I’ve heard it called Warblerville, and the Elsen’s Hill unit of West DuPage Woods Forest Preserve deserves the nickname. A friend once spotted 32 warbler species here in one day. In the spring, the 150-acre preserve, about 40 miles west of Chicago, can be mesmerizing.
It’s worth a visit during other seasons, too. Winter birds find an ample food supply here, especially berries, and lowland forest along the DuPage River provides shelter from bitter winds. Even a snowy day might produce Brown Creeper, Carolina Wren, Fox Sparrow, Hermit Thrush, Yellow-rumped Warbler, and Yellow-bellied Sapsucker. Be alert for Barred Owl as well.
All-time sightings exceed 250 species. One of them, a vagrant Black-throated Gray Warbler in October 2010, still has me shaking my head. The bird stayed for weeks, and I swear that every birder in Chicagoland managed to see it except me! Good memories far outweigh the disappointments, though. Elsen’s delivered my lifer Philadelphia Vireo and my first Connecticut Warbler in the county.
The Elsen’s parking lot is itself is a worthy destination, always capable of producing the bird of the day. A look there and a loop around the nearby front pond is a satisfying birding fix if you are short on time. But good luck trying to peel yourself away. Like all great birding sites, Elsen’s has a knack for turning up special birds and pleasant surprises.
Mature woods, scrubland, savanna, restored fen, river wetland, and ponds.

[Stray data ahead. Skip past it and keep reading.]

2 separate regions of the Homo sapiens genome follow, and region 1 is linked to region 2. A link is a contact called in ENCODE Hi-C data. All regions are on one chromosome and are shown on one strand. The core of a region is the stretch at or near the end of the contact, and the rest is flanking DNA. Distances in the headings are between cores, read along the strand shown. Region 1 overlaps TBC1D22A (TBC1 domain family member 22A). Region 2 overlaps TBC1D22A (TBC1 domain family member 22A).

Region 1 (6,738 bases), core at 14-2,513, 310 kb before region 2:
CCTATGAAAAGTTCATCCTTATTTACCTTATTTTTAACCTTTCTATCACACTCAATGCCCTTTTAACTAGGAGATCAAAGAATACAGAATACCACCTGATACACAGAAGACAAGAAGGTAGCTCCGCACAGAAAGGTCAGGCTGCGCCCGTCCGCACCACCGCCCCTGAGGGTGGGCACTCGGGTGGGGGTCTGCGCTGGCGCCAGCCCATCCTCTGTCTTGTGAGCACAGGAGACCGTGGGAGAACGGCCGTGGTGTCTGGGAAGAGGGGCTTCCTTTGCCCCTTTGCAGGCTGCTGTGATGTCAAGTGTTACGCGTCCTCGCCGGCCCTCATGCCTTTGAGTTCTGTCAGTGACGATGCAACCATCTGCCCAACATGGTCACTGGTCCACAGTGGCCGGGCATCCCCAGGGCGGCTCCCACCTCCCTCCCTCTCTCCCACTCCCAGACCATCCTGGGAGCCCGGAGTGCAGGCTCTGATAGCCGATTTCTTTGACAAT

Gravel and grass trails. Downhill to the river, otherwise mostly flat.
Best known for migrant warblers, including Cerulean, Connecticut, Hooded, Kentucky, Worm-eating, and occasionally Prairie. Spring/summer: Rose-breasted Grosbeak, Baltimore Oriole, Scarlet and Summer Tanagers, Blue-gray Gnatcatcher, Eastern Towhee, Wood Thrush, flycatchers, and vireos. Year-round: Wild Turkey, Red-tailed and Cooper’s Hawks, Wood Duck, Great Horned and Barred Owls, woodpeckers (including Red-headed and sometimes Pileated), American Robin, Gray Catbird, Northern Cardinal, Cedar Waxwing, Carolina Wren, Tufted Titmouse, White-breasted Nuthatch. Rarities: Northern Goshawk, Black-throated Gray and Kirtland’s Warblers, Varied Thrush.
When to go
Year-round. April, May, September, and October best for migrants. On warm spring days, arrive early.
DuPage Birding Club and other groups lead walks. Bulletin board with map at trailhead, plus a portable toilet that accommodates wheelchairs. Picnic table by front pond.
County forest preserve. Free entry. Open daily one hour after sunrise until one hour after sunset. The main entrance is on Route 59, 0.5 mile north of Roosevelt Rd. (Route 38). The Elsen’s entrance is on Gary’s Mill Rd. east of Roosevelt Rd. and west of Winfield Rd.
Gate is usually open before sunrise. Grass trails can be quite muddy. For safety, avoid birding alone.
Jeff Reiter handles communications at Cantigny Park and writes “Words on Birds,” a newspaper column and blog. He is a past president of the DuPage Birding Club and received the Excellence in Environmental Reporting Award from Chicago Audubon Society in 2015.
Jeff Reiter on social media
Stay in touch with BirdWatching
Keep up to date on all the latest birding news and info.